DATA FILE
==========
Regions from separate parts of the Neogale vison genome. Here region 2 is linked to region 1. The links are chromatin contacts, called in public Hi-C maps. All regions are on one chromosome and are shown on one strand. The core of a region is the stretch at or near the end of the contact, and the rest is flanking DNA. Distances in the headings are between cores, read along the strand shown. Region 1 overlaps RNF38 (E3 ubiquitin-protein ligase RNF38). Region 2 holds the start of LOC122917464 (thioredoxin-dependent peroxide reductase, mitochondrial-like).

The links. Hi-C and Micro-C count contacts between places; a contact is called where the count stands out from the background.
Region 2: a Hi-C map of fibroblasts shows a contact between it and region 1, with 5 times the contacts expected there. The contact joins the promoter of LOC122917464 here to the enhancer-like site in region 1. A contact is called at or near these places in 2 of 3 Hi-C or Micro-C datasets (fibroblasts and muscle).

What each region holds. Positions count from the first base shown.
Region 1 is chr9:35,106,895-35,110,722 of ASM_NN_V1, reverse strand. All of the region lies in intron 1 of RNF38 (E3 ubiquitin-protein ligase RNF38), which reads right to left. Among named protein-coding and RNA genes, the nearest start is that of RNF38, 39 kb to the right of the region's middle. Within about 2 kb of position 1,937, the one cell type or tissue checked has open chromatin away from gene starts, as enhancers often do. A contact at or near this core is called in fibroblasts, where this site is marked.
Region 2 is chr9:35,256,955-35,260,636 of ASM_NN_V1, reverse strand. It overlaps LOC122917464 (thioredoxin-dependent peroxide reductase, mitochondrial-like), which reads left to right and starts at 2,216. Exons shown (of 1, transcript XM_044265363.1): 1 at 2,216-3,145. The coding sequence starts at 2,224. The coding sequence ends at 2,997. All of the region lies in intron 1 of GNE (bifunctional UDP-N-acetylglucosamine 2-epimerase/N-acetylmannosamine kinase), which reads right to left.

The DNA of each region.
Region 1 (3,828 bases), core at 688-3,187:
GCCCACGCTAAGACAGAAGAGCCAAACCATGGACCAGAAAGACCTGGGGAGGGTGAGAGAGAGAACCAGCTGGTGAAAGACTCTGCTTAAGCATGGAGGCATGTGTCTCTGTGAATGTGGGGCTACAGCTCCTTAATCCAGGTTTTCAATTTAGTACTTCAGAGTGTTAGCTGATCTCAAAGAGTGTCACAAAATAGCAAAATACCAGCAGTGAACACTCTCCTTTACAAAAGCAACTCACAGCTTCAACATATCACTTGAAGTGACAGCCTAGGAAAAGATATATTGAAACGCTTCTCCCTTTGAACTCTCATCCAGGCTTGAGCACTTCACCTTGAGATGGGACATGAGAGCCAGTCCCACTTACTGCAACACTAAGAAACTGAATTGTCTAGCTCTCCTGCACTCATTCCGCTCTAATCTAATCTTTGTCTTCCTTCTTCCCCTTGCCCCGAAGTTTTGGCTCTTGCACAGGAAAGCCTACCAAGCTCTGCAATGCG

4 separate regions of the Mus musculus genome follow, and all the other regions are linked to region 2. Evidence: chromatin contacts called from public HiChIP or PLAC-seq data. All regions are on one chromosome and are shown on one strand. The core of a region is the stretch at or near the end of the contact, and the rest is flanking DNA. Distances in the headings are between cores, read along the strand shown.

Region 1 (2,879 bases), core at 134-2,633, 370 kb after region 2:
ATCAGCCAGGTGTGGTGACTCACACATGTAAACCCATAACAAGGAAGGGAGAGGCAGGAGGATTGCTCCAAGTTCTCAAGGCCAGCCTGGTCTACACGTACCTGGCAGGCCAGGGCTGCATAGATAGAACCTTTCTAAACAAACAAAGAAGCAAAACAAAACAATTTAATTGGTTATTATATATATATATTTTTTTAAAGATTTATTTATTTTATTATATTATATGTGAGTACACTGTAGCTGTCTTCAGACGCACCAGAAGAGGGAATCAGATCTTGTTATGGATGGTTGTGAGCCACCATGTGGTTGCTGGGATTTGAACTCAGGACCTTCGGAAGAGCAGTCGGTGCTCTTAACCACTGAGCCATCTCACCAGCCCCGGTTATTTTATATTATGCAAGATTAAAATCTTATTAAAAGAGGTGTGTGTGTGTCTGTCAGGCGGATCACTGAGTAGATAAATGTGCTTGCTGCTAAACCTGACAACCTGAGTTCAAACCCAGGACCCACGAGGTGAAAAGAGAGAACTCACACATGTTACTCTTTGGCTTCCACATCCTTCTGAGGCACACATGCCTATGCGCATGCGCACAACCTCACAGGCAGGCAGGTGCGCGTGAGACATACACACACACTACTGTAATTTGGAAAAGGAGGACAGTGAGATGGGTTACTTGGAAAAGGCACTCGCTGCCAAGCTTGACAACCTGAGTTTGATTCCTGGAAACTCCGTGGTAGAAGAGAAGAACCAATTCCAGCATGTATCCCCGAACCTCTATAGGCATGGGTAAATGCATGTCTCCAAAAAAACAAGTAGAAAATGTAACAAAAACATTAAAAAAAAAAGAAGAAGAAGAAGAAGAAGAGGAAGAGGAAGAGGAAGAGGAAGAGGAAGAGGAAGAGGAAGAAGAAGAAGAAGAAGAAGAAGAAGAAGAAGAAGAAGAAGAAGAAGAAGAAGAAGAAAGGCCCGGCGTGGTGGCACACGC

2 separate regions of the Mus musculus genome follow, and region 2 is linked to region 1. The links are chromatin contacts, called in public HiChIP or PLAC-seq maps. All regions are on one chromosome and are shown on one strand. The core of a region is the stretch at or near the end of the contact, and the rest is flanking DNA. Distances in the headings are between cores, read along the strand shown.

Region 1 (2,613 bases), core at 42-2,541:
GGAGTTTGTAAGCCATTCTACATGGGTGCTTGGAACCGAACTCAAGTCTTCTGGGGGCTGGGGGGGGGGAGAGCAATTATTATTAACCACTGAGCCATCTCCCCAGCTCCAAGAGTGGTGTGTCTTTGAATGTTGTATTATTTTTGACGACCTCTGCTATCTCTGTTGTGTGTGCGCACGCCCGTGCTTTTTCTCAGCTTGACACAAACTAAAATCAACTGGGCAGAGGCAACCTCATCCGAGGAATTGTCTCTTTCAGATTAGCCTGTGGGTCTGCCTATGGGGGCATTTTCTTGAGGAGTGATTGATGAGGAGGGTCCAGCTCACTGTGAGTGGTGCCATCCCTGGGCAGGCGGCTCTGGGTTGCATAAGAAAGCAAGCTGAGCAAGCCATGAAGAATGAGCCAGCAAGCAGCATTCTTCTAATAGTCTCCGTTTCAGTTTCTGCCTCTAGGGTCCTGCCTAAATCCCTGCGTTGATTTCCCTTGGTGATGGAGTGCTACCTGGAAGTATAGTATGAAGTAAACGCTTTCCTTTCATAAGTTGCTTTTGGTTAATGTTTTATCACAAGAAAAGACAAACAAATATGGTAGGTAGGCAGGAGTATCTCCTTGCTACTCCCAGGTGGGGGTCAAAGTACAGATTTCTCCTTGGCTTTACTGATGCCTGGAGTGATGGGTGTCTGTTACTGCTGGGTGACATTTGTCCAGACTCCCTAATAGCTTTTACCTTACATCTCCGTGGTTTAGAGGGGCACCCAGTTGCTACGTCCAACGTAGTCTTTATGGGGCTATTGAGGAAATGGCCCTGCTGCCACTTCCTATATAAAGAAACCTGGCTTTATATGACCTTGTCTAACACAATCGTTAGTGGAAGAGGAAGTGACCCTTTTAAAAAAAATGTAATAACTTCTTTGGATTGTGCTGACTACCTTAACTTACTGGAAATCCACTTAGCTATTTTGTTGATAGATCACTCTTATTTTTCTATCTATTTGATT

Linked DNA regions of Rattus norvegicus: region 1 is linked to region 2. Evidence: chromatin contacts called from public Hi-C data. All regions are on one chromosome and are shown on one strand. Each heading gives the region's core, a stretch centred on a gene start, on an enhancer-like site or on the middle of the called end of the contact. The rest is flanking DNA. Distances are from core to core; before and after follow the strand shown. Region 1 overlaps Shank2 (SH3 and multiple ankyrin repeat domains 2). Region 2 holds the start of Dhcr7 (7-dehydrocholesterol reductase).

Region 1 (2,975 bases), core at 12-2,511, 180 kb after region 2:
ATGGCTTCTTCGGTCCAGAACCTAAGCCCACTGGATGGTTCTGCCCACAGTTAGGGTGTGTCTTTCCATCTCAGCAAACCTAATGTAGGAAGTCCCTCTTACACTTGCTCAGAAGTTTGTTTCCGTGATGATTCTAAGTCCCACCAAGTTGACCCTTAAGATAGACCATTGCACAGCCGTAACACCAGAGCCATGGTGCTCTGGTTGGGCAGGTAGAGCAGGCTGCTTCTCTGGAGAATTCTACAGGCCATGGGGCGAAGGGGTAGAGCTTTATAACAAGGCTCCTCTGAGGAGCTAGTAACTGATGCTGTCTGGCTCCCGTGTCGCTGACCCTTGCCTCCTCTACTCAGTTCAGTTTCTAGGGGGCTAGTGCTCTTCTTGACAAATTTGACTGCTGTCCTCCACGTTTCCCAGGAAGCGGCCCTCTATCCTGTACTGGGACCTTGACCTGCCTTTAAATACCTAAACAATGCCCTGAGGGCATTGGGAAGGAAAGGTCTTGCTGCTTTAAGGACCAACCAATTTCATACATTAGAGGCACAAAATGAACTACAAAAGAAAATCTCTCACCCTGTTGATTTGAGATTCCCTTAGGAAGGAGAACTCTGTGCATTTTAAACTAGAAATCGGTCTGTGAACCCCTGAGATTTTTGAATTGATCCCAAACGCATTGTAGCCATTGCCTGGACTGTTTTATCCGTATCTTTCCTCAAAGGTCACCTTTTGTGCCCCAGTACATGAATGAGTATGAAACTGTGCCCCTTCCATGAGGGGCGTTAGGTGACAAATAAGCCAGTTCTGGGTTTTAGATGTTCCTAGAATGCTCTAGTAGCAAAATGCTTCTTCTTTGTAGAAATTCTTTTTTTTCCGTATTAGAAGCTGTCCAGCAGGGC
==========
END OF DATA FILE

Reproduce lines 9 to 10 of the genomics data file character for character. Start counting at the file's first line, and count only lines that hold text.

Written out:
GCCCACGCTAAGACAGAAGAGCCAAACCATGGACCAGAAAGACCTGGGGAGGGTGAGAGAGAGAACCAGCTGGTGAAAGACTCTGCTTAAGCATGGAGGCATGTGTCTCTGTGAATGTGGGGCTACAGCTCCTTAATCCAGGTTTTCAATTTAGTACTTCAGAGTGTTAGCTGATCTCAAAGAGTGTCACAAAATAGCAAAATACCAGCAGTGAACACTCTCCTTTACAAAAGCAACTCACAGCTTCAACATATCACTTGAAGTGACAGCCTAGGAAAAGATATATTGAAACGCTTCTCCCTTTGAACTCTCATCCAGGCTTGAGCACTTCACCTTGAGATGGGACATGAGAGCCAGTCCCACTTACTGCAACACTAAGAAACTGAATTGTCTAGCTCTCCTGCACTCATTCCGCTCTAATCTAATCTTTGTCTTCCTTCTTCCCCTTGCCCCGAAGTTTTGGCTCTTGCACAGGAAAGCCTACCAAGCTCTGCAATGCG

4 separate regions of the Mus musculus genome follow, and all the other regions are linked to region 2. Evidence: chromatin contacts called from public HiChIP or PLAC-seq data. All regions are on one chromosome and are shown on one strand. The core of a region is the stretch at or near the end of the contact, and the rest is flanking DNA. Distances in the headings are between cores, read along the strand shown.